GOP Begins Whispers of Impeaching Obama

WASHINGTON -- Just eight months after being sworn in for a second four-year term, President Obama is the subject of impeachment talk among several Republican lawmakers.

Rep. Kerry Bentivolio, R-MI, told supporters attending a recent Birmingham/Bloomfield Republican Club meeting that forcing Obama from office less than a year after he achieved a 5 million-vote victory over GOP rival Mitt Romney would be “a dream come true.”

Rep. Blake Farenthold, R-TX, told those attending a town hall meeting in Luling that there are sufficient votes in the House of Representatives to adopt a bill of impeachment. But he noted that the Democratic-controlled Senate is unlikely to find the president guilty of any high crimes or misdemeanors as required by the U.S. Constitution.

“If we were to impeach the president tomorrow, you could probably get the votes in the House of Representatives to do it,” he said. “But it would go to the Senate, and he wouldn’t get convicted.”

Earlier this year, Rep. Steve Stockman, R-TX, threatened to seek Obama’s impeachment if he attempted to adopt stricter gun control measures through executive order.

The impeachment discussion isn’t limited to the House side. Sen. Tom Coburn, R-OK, who presents himself as a friend of the president, told a crowd in Muscogee that Obama is drawing “perilously close” to the standards required for ouster.

“I think there’s some intended violation of law in this administration but I also think there’s a ton of incompetence,” Coburn said, adding that if the problems continue, “I think we’re going to have another constitutional crisis in our country in terms of the president.”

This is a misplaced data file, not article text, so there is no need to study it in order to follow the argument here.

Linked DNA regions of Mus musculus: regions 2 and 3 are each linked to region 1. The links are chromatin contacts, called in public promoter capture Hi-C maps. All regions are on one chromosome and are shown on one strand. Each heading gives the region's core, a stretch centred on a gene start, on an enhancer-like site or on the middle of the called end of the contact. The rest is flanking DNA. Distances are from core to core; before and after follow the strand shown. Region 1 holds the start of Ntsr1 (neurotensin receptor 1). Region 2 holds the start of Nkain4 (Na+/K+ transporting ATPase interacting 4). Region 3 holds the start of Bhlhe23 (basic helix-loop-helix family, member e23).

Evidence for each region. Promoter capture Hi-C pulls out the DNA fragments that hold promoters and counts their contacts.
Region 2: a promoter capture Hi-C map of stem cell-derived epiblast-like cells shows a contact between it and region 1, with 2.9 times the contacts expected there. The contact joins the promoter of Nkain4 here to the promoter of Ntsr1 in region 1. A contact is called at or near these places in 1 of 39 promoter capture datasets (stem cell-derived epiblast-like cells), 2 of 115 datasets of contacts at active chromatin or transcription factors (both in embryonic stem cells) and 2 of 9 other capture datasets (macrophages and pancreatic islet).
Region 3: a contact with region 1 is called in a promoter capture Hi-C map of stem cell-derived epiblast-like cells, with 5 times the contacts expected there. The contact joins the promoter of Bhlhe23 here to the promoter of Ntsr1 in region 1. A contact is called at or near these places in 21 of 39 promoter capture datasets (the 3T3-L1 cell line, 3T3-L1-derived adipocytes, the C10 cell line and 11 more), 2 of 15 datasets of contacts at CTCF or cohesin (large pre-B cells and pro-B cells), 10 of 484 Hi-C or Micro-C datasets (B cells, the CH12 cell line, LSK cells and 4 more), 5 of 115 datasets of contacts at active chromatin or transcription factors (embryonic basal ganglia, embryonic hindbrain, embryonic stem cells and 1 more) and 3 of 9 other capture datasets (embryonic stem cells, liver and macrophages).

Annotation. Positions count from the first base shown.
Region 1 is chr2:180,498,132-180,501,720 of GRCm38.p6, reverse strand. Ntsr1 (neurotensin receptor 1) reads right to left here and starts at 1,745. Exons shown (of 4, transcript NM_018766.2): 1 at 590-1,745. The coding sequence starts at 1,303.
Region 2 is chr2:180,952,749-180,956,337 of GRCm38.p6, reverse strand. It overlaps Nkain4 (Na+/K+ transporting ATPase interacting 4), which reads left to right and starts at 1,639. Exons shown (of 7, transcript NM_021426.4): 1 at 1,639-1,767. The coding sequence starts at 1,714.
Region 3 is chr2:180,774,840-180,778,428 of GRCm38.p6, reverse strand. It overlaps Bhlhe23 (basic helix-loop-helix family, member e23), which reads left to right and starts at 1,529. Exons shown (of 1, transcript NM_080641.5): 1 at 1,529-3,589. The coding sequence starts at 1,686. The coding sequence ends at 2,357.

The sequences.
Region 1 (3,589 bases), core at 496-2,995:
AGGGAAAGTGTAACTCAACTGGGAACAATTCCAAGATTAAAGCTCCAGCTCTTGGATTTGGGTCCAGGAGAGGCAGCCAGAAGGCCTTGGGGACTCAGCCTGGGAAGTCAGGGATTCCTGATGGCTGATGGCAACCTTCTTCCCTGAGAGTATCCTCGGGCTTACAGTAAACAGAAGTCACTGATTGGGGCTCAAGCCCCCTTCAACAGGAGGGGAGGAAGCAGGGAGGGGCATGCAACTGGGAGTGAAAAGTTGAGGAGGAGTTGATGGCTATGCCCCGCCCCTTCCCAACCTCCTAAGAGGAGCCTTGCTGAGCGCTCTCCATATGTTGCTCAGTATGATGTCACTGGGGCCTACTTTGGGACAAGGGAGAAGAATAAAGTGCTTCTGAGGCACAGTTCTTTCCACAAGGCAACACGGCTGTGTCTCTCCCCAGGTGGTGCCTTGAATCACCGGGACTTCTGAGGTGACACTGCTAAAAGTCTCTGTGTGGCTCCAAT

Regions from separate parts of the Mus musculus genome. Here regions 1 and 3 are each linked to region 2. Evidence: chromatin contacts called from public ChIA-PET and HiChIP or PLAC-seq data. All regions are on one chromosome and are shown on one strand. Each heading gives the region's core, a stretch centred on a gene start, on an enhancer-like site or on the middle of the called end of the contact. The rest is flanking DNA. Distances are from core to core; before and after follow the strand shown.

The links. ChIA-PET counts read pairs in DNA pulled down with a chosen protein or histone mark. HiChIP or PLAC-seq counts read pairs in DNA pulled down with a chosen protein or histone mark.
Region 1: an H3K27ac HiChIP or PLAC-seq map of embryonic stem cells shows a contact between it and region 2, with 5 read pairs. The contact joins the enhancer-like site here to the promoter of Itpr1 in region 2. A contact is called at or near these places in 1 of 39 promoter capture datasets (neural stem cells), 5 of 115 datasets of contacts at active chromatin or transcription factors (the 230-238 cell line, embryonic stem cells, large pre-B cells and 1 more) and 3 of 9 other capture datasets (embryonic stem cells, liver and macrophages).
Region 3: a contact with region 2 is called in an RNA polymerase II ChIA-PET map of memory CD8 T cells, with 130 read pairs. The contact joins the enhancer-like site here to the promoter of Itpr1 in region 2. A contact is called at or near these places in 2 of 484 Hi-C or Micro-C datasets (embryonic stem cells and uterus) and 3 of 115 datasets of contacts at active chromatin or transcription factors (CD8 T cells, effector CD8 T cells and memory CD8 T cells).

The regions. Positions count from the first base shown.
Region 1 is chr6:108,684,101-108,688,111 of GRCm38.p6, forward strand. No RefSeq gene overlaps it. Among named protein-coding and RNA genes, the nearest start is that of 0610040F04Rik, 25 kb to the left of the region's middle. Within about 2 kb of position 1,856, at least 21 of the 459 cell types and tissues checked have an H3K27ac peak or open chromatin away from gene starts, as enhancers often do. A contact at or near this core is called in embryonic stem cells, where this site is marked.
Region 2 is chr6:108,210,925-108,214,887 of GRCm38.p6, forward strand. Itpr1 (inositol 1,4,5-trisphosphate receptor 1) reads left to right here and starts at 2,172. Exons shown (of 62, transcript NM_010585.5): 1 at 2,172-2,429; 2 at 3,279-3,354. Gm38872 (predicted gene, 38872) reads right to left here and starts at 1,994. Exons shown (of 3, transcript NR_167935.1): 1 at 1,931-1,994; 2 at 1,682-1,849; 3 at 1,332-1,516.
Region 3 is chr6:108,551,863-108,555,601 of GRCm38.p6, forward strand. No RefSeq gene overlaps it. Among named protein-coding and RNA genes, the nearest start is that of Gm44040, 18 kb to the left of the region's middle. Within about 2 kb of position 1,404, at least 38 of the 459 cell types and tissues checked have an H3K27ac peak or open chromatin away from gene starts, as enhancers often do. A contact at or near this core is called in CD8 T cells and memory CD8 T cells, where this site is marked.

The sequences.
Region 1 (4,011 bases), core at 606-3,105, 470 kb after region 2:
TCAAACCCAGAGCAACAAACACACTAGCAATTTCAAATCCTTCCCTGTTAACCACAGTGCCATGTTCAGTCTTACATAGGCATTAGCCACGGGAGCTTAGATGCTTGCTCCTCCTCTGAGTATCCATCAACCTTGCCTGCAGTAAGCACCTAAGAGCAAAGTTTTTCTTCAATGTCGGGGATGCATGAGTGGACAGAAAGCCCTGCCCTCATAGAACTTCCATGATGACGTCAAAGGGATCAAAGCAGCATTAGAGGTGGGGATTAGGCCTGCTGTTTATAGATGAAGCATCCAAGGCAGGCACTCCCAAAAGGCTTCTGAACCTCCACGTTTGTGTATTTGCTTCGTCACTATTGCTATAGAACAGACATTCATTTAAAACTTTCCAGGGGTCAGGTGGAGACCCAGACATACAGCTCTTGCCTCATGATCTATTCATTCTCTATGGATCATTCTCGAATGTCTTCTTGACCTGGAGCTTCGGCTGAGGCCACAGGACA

Coburn’s fellow Oklahoman, Republican Sen. James Inhofe, suggested as early as May that Obama could face impeachment over last year’s terrorist attack on the diplomatic mission in Benghazi, Libya, that led to the death of Ambassador Chris Stevens and three others. Inhofe, in a radio interview on The Rusty Humphries Show, said that the administration engaged in the “greatest cover-up in American history” over the attack and added, “People may be starting to use the I-word before too long,”

Inhofe said he believed outrage over Benghazi would endure and asserted that Obama’s impeachment could come after the 2014 midterm elections if the GOP regains control of the Senate.

And Sen. Ted Cruz, R-TX, being talked up among conservatives as a GOP presidential candidate in 2016, sidestepped a query during a town hall meeting in Conroe regarding why there has been no attempt to impeach Obama by acknowledging, “It’s a good question.”

“I’ll tell you the simplest answer -- to successfully impeach a president you need the votes in the U.S. Senate,” Cruz said. Those votes are unavailable because the chamber is controlled by Democrats.